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So this probably stems from my massive ignorance about post-Newtonian physics but the supernova results of 1987 which measured neutrinos arriving 3 hours before the light from the supernova have been presented as a non-trivial objection to the Opera result.

However if the Opera result is confirmed, then doesn't that weaken the supernova objection since star mechanics relies heavily on relativity and such a result might imply that relativity is not the complete picture which in turn could imply different star mechanics than the one we understand?

Thanks

Edit: To clarify, I'm asking whether the supernova objection may not apply given that this experiment seems to challenge relativity which is what has been used to understand the behavior of stars, supernovae and such.

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up vote 5 down vote accepted

I'm not an expert in stellar physics by any means, but I can say this: the velocity discrepancy observed by OPERA, $\frac{v - c}{c} = 2.9\times 10^{-5}$, would correspond to a delay ("prelay"?) of around 4 years for neutrinos coming from SN1987A. The observed delay was only 3 hours, which is smaller by a factor of roughly ten thousand. So if you assume that (1) the OPERA results are legit and (2) the SN1987A neutrinos travel at the same speed as the OPERA neutrinos, the required corrections to relativity would have to affect stellar models in such a way as to delay escaping photons by almost exactly the right amount of time to cancel out the speed difference at the distance between Earth and the supernova: 4 years, to a precision of $10^{-4}$. That'd be a pretty amazing coincidence. So it seems unlikely.

If you wanted to explain the OPERA results with a modification to relativity (as opposed to them just making a mistake), it seems almost certain that it would have to be some sort of energy-dependent or flavor-dependent effect to be consistent with the supernova. Neither possibility is particularly clean theoretically. (Well, that or the neutrinos we detected from SN1987A actually came from some other source, but again that would require a giant coincidence.)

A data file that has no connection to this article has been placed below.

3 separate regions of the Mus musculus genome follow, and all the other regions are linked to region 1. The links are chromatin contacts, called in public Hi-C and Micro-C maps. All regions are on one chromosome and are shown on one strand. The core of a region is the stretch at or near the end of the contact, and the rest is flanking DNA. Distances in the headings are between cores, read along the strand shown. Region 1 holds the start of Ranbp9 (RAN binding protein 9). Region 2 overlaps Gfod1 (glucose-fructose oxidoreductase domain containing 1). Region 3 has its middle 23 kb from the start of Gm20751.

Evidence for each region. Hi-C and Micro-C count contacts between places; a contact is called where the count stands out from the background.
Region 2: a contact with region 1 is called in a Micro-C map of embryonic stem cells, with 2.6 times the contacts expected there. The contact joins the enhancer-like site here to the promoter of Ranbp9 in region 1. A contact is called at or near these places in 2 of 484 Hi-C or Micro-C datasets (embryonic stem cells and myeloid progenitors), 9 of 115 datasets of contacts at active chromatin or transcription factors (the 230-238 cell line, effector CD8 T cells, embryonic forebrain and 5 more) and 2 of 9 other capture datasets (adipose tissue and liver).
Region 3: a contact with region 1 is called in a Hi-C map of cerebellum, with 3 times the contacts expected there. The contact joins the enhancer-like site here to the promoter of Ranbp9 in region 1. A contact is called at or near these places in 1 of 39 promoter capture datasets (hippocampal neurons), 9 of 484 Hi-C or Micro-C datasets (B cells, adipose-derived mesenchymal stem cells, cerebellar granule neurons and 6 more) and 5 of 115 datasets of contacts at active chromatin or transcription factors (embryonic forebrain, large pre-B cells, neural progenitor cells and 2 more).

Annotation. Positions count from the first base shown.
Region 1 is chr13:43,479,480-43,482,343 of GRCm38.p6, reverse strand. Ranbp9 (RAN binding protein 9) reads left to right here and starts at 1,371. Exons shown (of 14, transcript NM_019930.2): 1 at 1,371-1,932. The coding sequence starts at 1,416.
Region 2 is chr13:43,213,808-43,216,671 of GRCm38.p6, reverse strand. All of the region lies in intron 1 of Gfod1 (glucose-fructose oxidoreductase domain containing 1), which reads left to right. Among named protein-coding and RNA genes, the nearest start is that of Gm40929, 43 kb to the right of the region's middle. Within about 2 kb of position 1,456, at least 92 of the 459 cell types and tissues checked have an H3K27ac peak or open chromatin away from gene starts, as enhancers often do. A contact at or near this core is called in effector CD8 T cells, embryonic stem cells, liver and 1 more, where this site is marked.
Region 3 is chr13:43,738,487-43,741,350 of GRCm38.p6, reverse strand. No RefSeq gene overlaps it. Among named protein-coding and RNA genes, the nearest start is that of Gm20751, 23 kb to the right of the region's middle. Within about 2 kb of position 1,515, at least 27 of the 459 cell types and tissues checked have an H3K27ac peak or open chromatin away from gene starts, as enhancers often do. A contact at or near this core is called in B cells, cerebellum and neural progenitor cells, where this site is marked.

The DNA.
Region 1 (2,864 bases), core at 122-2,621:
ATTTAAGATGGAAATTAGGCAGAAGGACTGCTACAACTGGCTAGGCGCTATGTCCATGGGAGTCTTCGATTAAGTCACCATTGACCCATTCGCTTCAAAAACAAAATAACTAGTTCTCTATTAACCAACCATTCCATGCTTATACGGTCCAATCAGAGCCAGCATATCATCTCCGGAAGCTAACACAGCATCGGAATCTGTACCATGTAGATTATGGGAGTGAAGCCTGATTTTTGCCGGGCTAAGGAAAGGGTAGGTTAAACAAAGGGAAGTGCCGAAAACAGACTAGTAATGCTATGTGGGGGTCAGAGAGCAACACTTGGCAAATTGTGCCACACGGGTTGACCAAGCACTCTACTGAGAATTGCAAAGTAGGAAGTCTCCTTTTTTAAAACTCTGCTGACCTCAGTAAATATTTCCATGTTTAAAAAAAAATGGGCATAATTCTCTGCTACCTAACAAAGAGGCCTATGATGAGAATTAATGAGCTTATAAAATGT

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"The observed delay was only 3 hours, which is smaller by a factor of roughly ten thousand.". If the superluminal effect is real, and the most realistic model of superluminal particles are still the well-known tachyon kinematics, then the delay factor is a function of the $\gamma$ factor of the tachyon, which is a function of the energy-momenta –  lurscher Dec 2 '11 at 1:38
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The OPERA results are consistent with SN 1987A measurements in case of ultra superluminal small initial jumps:

Instead of neutrinos travelling 730km with a speed slightly larger than c, it may be that they are created in a process which involves a step where some particle travels a distance of order ~10m with a speed many times larger than c, which gets averaged over the whole distance.

If neutrino production in SN 1987A also included such a superluminal jump, its effect would be negligible.

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This is the model they are pushing now, and this sort of thing requires a frame to define instantaneous. Do the neutrinos always jump in the same direction, regardless of the rotation of the Earth, in exactly the Earth's frame? That is absurd. The delay must depend on time of day, time of year, etc. It violates causality for short distances by more, so even a zero baseline experiment would see the effect. I agree that this type of nonsense is less conflicting with experiments than the previous type of nonsense, but OPERA is still obviously a systematic error, they aren't fooling anybody. –  Ron Maimon Dec 2 '11 at 4:21
    
@Ron: I mostly agree; however, aether dragging, the predominant theory of a medium of light in the 19th century, has been disproven by Michelson-Morley, Hammar and other related experiments, but they can't be easily repeated with neutrinos... –  Christoph Dec 2 '11 at 12:12
    
btw, I would be interested in a list of historical 'obvious systematic errors' which were later explained by new physics... –  Christoph Dec 2 '11 at 12:14
    
The list would be short: cosmic microwave background, too few solar neutrinos, Pd/d cold fusion. All of these involved more efforts to reduce the systematic errors and check the model than has been displayed by OPERA. If they would just publish their exact GPS position/timing system, the error would be found in a few days. –  Ron Maimon Dec 2 '11 at 18:42
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